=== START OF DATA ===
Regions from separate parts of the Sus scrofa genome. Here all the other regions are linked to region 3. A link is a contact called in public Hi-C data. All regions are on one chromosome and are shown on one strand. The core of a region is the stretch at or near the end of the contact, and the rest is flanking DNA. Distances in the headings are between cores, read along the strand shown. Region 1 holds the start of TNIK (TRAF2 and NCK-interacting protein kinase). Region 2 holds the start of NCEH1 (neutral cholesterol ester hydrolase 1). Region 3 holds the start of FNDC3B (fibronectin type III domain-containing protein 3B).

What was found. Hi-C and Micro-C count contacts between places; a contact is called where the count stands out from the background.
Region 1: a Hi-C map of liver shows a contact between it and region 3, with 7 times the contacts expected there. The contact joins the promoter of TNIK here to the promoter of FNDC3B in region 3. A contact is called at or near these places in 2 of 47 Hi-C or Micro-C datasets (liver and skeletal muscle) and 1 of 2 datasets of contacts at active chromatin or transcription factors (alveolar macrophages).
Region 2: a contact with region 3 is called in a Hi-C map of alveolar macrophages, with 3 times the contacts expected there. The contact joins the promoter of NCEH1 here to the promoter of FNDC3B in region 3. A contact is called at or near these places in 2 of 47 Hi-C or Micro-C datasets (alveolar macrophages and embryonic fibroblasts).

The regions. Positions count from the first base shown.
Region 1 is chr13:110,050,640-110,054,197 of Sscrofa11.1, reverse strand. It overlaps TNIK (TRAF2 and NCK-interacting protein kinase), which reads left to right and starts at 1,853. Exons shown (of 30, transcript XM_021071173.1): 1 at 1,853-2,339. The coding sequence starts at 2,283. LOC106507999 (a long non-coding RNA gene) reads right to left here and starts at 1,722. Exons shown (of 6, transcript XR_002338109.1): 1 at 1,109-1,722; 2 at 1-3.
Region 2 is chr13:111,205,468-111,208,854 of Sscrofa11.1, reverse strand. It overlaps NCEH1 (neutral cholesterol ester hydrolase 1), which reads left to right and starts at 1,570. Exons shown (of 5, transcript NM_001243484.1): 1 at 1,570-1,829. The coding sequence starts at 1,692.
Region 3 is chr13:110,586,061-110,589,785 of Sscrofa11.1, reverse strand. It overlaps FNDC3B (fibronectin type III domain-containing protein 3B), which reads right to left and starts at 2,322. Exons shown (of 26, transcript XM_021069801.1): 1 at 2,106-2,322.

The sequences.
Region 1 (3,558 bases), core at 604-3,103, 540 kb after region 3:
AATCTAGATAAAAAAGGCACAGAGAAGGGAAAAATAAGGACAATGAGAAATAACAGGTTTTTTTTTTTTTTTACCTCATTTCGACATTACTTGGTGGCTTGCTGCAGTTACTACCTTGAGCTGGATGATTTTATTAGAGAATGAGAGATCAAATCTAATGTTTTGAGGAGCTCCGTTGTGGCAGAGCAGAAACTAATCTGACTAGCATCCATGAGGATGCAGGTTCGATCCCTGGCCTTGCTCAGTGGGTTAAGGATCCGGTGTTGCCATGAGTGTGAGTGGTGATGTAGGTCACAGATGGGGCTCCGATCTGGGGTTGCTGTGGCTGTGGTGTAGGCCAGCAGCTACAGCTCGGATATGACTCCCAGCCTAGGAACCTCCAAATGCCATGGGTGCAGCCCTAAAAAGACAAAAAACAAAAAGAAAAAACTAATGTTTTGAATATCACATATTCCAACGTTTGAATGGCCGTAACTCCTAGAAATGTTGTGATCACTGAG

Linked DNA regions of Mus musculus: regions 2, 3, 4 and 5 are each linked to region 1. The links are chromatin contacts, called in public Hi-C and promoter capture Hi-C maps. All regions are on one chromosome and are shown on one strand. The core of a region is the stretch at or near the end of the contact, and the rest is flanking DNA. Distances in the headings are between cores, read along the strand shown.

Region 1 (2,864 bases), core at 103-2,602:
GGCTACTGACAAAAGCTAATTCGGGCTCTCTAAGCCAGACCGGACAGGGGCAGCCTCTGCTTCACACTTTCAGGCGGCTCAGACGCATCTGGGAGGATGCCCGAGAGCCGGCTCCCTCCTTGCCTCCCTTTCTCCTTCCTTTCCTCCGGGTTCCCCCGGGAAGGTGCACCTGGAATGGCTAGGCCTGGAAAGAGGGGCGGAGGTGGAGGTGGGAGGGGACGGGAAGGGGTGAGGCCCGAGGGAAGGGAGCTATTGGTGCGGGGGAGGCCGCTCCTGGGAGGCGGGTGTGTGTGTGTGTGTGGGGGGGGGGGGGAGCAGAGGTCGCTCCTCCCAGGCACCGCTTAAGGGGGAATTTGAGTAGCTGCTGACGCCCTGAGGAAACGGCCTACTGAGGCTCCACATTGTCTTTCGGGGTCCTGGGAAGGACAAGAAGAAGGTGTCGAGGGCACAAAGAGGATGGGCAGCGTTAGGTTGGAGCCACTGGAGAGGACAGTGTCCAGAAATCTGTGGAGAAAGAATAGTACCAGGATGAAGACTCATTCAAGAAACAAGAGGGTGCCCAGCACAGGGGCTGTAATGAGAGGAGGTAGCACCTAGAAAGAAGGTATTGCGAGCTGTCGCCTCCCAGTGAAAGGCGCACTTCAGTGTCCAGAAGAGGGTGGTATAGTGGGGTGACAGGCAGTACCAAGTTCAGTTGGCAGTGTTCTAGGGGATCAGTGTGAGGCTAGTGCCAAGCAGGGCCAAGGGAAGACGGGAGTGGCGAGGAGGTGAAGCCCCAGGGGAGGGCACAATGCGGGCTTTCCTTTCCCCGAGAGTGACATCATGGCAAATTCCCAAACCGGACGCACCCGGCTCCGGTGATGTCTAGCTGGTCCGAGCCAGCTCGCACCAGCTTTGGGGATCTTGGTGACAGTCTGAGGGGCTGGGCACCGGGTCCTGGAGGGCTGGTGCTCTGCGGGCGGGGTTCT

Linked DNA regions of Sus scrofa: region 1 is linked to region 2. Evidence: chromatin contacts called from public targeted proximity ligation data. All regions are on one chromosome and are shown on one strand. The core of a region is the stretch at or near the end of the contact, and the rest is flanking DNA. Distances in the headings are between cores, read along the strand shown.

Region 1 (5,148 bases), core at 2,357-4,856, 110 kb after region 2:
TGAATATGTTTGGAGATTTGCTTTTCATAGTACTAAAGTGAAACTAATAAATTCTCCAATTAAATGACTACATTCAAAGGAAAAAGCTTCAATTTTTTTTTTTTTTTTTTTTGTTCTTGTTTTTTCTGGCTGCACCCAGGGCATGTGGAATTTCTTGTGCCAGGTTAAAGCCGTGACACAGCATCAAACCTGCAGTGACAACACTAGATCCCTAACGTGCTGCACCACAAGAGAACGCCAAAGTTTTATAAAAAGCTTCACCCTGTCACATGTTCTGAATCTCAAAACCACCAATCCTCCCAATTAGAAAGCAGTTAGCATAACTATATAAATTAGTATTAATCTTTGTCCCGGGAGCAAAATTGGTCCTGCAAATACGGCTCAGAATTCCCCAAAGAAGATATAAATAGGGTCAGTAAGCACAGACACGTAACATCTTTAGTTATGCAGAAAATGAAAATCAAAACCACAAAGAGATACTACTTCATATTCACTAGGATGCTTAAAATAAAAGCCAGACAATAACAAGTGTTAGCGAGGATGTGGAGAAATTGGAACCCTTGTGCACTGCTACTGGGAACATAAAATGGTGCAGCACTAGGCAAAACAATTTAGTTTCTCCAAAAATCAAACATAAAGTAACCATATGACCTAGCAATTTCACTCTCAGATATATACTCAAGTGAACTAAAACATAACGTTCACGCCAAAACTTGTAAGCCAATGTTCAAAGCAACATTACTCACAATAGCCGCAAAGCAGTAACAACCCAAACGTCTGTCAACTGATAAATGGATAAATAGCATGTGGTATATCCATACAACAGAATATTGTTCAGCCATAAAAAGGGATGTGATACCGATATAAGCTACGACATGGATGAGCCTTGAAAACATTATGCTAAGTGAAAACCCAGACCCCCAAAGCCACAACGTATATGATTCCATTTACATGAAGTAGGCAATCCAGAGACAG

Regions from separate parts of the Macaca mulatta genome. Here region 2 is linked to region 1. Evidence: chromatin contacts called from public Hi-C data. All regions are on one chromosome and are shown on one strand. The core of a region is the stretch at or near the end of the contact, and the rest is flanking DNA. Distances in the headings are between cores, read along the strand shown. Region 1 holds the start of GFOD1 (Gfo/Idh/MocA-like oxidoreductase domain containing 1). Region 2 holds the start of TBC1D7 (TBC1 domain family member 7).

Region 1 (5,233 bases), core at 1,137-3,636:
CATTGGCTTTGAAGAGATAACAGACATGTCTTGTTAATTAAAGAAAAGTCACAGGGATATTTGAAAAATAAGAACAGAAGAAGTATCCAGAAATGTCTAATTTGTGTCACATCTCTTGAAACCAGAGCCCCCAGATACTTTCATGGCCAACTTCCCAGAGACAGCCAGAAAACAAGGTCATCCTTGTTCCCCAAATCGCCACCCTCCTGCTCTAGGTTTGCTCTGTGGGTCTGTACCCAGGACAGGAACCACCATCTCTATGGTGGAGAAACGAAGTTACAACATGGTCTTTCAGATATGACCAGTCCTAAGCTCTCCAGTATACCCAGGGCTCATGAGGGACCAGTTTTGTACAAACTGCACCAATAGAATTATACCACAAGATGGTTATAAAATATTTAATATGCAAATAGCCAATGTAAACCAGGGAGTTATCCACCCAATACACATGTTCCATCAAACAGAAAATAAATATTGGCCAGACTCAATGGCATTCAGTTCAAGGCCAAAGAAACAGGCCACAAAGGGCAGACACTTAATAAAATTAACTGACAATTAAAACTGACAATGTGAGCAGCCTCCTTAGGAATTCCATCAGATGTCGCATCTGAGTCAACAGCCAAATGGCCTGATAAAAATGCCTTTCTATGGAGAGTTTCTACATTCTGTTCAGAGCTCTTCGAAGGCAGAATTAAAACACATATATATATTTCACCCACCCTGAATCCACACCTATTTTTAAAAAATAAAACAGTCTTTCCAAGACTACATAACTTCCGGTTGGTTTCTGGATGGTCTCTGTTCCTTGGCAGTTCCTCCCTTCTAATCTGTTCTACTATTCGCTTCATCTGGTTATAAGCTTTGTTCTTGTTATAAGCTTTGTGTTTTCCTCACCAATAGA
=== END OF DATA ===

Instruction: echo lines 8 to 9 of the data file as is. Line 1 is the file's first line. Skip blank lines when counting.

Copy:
Region 3 is chr13:110,586,061-110,589,785 of Sscrofa11.1, reverse strand. It overlaps FNDC3B (fibronectin type III domain-containing protein 3B), which reads right to left and starts at 2,322. Exons shown (of 26, transcript XM_021069801.1): 1 at 2,106-2,322.

The sequences.